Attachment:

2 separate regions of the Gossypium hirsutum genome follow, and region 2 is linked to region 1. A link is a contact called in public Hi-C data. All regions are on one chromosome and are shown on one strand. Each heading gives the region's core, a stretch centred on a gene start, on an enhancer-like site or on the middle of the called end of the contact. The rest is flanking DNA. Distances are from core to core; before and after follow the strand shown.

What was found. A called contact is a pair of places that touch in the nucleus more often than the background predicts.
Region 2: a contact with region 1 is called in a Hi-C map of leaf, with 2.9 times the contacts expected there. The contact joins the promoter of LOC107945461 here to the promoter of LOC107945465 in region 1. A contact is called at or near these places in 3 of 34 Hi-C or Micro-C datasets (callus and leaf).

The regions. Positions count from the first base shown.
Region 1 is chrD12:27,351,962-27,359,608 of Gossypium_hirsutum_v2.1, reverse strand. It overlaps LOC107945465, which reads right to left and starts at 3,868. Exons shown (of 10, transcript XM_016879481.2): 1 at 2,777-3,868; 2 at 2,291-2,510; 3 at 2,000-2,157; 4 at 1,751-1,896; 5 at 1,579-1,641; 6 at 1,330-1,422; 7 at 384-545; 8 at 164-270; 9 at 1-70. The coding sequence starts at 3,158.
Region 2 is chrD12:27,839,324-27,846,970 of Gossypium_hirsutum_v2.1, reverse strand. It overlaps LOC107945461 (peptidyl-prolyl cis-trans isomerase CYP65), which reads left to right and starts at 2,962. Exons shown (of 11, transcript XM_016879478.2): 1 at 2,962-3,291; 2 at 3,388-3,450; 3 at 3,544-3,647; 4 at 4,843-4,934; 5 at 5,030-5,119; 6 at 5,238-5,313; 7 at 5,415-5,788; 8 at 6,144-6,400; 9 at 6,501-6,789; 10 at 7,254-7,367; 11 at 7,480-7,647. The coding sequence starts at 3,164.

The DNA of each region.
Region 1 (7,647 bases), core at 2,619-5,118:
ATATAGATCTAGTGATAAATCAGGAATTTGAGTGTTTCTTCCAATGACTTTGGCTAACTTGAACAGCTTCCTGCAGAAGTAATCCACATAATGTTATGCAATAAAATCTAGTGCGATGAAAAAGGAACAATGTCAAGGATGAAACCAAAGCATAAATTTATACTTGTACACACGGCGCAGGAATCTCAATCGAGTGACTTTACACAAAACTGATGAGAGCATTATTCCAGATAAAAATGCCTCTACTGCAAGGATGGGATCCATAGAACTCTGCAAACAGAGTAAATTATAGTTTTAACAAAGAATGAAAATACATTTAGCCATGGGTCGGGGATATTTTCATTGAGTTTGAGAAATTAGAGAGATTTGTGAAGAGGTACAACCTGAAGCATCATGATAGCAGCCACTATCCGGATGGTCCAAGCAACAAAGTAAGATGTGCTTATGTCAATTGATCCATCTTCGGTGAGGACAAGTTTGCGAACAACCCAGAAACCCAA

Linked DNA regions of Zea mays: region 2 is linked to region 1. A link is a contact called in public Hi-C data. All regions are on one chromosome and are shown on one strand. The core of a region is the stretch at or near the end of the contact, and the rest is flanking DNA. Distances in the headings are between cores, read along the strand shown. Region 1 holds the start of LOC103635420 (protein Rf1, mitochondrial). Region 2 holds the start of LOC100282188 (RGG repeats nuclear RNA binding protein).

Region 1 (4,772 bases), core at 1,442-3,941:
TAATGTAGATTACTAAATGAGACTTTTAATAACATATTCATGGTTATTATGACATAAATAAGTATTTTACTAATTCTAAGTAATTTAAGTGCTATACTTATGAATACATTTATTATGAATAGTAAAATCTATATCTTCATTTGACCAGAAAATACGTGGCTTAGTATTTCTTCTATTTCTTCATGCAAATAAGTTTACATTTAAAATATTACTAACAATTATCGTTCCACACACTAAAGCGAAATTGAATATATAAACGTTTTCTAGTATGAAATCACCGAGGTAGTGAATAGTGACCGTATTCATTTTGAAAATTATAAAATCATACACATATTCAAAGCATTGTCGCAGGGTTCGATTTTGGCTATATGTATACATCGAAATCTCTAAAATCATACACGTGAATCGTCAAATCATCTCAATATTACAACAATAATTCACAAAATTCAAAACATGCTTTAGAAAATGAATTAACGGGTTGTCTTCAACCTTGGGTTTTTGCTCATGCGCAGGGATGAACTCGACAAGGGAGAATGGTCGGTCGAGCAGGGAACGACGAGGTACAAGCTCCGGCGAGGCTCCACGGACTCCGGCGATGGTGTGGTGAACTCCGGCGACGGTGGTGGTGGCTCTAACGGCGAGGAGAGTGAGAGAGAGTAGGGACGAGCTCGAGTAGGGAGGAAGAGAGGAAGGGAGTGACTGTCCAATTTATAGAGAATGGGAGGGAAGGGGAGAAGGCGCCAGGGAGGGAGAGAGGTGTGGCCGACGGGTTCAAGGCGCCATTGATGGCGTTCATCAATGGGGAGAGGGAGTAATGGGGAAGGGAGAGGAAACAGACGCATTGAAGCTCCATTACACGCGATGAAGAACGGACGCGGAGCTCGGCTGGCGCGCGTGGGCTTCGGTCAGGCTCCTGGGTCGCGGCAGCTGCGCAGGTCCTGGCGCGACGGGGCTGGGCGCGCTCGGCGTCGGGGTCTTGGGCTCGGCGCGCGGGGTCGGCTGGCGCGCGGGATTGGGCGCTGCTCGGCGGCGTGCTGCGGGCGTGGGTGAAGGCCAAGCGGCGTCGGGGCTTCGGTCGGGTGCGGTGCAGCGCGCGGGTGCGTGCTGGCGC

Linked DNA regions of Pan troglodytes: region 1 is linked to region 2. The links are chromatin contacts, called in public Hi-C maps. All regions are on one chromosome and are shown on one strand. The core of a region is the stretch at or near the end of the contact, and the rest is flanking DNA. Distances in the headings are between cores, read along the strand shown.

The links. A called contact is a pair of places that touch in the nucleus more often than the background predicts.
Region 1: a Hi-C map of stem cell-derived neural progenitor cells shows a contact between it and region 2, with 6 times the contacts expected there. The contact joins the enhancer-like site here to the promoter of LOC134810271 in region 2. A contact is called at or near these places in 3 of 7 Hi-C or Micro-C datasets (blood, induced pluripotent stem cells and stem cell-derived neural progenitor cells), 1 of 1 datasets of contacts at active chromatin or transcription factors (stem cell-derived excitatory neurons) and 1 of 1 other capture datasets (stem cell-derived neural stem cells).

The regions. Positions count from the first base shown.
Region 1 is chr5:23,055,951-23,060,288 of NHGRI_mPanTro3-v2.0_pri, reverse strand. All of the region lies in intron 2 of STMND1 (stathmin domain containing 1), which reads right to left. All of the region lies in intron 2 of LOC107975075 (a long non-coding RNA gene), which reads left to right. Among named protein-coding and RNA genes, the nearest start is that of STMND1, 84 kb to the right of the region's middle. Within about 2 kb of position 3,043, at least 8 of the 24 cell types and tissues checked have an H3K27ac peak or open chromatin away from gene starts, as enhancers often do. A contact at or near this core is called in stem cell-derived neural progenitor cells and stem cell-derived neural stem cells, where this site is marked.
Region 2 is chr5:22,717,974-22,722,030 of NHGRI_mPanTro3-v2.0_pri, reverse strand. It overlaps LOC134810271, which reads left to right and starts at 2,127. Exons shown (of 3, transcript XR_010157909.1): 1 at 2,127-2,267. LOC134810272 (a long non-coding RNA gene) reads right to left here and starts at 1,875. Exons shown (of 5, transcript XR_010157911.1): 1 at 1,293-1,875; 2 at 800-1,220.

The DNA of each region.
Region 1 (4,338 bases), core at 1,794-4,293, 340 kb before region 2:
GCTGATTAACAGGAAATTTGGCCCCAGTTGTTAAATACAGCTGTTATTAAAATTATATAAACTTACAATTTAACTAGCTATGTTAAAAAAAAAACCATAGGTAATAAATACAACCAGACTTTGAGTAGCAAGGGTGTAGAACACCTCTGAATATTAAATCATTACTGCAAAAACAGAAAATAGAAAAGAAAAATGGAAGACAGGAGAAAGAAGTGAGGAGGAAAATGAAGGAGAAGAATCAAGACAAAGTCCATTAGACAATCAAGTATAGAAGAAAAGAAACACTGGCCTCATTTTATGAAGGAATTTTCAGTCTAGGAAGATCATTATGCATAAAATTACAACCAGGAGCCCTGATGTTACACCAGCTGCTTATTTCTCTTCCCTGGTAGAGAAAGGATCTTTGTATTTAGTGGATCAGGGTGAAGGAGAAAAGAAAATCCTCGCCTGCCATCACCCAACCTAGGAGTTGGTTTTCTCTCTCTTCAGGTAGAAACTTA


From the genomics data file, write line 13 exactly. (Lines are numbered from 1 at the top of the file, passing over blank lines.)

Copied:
Linked DNA regions of Pan troglodytes: region 1 is linked to region 2. The links are chromatin contacts, called in public Hi-C maps. All regions are on one chromosome and are shown on one strand. The core of a region is the stretch at or near the end of the contact, and the rest is flanking DNA. Distances in the headings are between cores, read along the strand shown.